Phagosomal Neutralization by the Fungal Pathogen Candida albicans Induces Macrophage Pyroptosis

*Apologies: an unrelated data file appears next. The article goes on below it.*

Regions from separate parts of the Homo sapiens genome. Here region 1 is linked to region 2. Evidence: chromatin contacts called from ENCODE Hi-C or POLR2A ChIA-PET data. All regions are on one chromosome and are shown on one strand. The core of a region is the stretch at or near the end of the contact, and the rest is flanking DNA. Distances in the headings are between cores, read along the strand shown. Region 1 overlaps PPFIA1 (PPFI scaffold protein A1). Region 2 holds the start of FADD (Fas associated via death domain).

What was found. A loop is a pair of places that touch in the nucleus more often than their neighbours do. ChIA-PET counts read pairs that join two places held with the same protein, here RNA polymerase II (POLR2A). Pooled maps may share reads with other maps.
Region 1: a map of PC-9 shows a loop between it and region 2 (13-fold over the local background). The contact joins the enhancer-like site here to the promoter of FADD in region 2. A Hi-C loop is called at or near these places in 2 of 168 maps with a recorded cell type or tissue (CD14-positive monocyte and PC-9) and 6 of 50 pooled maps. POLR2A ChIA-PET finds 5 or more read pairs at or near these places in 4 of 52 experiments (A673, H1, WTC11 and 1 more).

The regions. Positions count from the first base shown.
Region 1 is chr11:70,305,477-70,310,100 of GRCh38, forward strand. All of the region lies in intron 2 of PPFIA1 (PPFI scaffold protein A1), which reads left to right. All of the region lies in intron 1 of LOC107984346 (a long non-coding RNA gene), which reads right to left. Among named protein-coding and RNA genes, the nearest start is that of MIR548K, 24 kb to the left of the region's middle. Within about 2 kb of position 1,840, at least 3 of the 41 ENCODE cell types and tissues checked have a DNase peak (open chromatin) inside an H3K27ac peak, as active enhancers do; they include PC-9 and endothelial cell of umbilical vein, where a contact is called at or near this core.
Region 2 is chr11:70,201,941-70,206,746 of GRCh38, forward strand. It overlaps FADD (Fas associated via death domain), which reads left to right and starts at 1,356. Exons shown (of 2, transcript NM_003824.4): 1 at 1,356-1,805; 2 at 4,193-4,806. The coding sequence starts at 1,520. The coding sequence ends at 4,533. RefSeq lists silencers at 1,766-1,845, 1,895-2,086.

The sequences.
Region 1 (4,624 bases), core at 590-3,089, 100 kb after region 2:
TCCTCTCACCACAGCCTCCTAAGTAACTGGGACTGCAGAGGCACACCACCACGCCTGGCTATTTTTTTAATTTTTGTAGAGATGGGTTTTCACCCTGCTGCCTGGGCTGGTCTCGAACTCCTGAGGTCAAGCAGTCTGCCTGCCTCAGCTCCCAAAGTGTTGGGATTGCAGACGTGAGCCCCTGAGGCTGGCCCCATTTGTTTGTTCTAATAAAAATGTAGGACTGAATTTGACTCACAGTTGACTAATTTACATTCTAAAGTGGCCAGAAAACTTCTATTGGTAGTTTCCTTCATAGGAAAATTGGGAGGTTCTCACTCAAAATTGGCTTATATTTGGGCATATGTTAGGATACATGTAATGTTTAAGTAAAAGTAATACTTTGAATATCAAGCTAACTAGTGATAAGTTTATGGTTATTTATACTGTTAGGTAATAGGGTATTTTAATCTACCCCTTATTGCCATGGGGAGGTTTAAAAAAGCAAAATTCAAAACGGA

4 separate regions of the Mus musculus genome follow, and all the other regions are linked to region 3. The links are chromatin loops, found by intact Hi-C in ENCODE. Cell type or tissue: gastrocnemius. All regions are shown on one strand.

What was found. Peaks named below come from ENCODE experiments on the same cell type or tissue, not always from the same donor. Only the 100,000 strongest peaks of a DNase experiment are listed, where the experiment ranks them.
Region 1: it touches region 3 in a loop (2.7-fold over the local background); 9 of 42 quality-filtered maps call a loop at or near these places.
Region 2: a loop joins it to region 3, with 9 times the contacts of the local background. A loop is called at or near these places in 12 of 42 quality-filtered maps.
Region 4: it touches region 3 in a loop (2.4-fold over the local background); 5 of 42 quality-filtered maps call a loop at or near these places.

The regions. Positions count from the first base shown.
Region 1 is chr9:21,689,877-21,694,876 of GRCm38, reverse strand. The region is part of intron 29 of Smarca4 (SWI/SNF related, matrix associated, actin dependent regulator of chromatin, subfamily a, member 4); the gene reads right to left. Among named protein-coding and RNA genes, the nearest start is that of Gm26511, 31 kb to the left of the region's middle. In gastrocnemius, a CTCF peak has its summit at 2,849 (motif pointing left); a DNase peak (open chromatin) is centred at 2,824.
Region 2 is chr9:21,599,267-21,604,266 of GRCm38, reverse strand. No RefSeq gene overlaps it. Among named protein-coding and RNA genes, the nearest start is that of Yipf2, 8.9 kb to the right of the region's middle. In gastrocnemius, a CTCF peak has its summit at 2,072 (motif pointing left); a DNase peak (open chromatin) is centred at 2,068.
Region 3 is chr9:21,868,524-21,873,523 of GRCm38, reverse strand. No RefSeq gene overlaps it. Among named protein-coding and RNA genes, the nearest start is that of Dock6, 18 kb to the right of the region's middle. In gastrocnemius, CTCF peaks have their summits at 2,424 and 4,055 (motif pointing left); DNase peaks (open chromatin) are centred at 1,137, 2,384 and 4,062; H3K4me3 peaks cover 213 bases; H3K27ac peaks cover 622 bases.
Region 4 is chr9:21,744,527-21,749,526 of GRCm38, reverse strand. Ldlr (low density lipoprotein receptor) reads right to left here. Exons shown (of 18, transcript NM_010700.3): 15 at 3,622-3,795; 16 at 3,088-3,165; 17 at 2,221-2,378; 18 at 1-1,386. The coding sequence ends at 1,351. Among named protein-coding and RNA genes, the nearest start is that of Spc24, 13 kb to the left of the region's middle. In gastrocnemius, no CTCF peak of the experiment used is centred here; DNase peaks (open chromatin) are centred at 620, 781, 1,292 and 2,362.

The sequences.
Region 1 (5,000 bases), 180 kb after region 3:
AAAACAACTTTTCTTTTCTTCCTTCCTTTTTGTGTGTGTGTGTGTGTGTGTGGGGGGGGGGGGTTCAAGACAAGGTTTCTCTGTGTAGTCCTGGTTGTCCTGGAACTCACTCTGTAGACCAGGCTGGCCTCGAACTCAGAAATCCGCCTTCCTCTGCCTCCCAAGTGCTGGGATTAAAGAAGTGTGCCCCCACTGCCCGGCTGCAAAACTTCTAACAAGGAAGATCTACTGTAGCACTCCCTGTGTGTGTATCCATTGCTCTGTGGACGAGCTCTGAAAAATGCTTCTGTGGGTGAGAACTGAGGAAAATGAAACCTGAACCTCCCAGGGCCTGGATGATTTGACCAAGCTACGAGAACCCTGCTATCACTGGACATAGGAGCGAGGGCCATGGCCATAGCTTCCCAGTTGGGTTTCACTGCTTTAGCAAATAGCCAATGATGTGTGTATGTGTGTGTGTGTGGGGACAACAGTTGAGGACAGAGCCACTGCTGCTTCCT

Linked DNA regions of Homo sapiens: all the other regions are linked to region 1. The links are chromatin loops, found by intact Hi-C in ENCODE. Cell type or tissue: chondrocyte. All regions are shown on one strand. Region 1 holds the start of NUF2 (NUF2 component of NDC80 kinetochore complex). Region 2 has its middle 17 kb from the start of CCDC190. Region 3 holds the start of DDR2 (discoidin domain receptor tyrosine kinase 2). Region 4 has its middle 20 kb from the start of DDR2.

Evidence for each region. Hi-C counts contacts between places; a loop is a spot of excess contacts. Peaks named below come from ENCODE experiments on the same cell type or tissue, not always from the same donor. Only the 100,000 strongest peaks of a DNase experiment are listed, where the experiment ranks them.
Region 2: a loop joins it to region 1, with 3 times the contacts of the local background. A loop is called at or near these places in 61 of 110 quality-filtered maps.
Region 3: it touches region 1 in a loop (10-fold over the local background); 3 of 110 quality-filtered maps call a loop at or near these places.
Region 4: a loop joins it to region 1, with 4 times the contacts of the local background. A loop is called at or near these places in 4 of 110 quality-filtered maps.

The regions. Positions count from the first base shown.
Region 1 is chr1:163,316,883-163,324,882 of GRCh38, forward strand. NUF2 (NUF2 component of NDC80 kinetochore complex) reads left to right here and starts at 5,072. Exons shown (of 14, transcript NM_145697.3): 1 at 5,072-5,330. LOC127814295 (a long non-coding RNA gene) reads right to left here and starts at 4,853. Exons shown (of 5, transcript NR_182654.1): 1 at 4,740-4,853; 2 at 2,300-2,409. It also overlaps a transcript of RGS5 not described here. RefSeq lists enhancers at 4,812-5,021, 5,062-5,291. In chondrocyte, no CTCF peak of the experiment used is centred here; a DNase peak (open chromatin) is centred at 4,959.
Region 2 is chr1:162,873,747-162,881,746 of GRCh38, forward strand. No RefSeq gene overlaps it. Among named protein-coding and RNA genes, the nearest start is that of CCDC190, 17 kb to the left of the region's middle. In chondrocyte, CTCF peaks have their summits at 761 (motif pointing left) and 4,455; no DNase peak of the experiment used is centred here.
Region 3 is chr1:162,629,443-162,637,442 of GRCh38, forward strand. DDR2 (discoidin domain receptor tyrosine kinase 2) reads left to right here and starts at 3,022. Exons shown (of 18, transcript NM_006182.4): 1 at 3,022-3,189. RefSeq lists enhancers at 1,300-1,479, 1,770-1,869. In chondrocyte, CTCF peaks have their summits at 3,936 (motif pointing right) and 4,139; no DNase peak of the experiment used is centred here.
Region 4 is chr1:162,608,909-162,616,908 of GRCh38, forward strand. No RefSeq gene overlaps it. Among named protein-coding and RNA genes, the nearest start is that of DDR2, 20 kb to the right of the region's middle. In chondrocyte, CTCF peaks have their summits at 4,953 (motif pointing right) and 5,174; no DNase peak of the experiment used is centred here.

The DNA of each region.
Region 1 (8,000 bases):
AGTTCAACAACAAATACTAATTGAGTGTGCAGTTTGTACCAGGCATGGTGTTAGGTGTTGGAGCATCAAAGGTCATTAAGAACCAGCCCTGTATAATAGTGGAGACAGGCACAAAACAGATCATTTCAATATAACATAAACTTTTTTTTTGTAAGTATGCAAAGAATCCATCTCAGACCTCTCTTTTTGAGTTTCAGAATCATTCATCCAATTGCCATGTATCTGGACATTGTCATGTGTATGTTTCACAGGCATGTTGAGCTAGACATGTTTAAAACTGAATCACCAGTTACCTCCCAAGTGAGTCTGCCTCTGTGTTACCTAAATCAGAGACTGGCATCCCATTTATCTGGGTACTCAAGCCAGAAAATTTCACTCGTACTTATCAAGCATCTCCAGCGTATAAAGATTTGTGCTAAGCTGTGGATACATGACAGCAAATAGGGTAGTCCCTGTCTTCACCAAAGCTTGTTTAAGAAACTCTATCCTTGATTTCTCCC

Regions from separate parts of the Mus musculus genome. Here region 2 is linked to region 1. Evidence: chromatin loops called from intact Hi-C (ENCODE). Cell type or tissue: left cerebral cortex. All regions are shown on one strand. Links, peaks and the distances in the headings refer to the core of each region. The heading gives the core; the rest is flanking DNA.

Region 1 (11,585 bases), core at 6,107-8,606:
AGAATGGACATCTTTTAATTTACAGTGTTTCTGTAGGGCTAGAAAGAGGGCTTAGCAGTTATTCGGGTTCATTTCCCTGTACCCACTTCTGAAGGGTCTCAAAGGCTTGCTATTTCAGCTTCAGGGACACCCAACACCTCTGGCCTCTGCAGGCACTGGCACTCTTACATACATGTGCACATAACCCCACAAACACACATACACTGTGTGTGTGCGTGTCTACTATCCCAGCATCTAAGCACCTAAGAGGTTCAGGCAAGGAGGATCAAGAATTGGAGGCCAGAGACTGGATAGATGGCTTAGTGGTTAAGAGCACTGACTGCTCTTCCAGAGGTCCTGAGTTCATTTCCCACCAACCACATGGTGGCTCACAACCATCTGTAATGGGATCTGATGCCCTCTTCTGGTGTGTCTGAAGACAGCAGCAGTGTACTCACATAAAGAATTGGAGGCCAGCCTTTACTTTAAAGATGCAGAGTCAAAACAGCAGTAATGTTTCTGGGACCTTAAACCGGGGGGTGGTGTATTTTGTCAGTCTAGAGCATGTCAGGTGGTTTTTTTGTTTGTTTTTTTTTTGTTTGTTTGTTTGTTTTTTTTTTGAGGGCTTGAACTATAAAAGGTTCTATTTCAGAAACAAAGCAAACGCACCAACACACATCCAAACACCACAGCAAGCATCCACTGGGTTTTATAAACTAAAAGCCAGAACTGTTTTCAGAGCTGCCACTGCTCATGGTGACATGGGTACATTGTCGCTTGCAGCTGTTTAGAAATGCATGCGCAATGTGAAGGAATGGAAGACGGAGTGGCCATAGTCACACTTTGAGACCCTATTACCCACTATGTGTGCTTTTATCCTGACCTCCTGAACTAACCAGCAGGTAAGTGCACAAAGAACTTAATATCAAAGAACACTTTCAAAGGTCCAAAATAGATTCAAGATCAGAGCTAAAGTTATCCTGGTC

The interaction of Candida albicans with the innate immune system is the key determinant of the pathogen/commensal balance and has selected for adaptations that facilitate the utilization of nutrients commonly found within the host, including proteins and amino acids; many of the catabolic pathways needed to assimilate these compounds are required for persistence in the host. We have shown that C. albicans co-opts amino acid catabolism to generate and excrete ammonia, which raises the extracellular pH, both in vitro and in vivo and induces hyphal morphogenesis. Mutants defective in the uptake or utilization of amino acids, such as those lacking STP2 , a transcription factor that regulates the expression of amino acid permeases, are impaired in multiple aspects of fungus-macrophage interactions resulting from an inability to neutralize the phagosome. Here we identified a novel role in amino acid utilization for Ahr1p, a transcription factor previously implicated in regulation of adherence and hyphal morphogenesis. Mutants lacking AHR1 were defective in growth, alkalinization, and ammonia release on amino acid-rich media, similar to stp2 Δ and ahr1 Δ stp2 Δ cells, and occupied more acidic phagosomes. Notably, ahr1 Δ and stp2 Δ strains did not induce pyroptosis, as measured by caspase-1-dependent interleukin-1β release, though this phenotype could be suppressed by pharmacological neutralization of the phagosome. Altogether, we show that C. albicans -driven neutralization of the phagosome promotes hyphal morphogenesis, sufficient for induction of caspase-1-mediated macrophage lysis.
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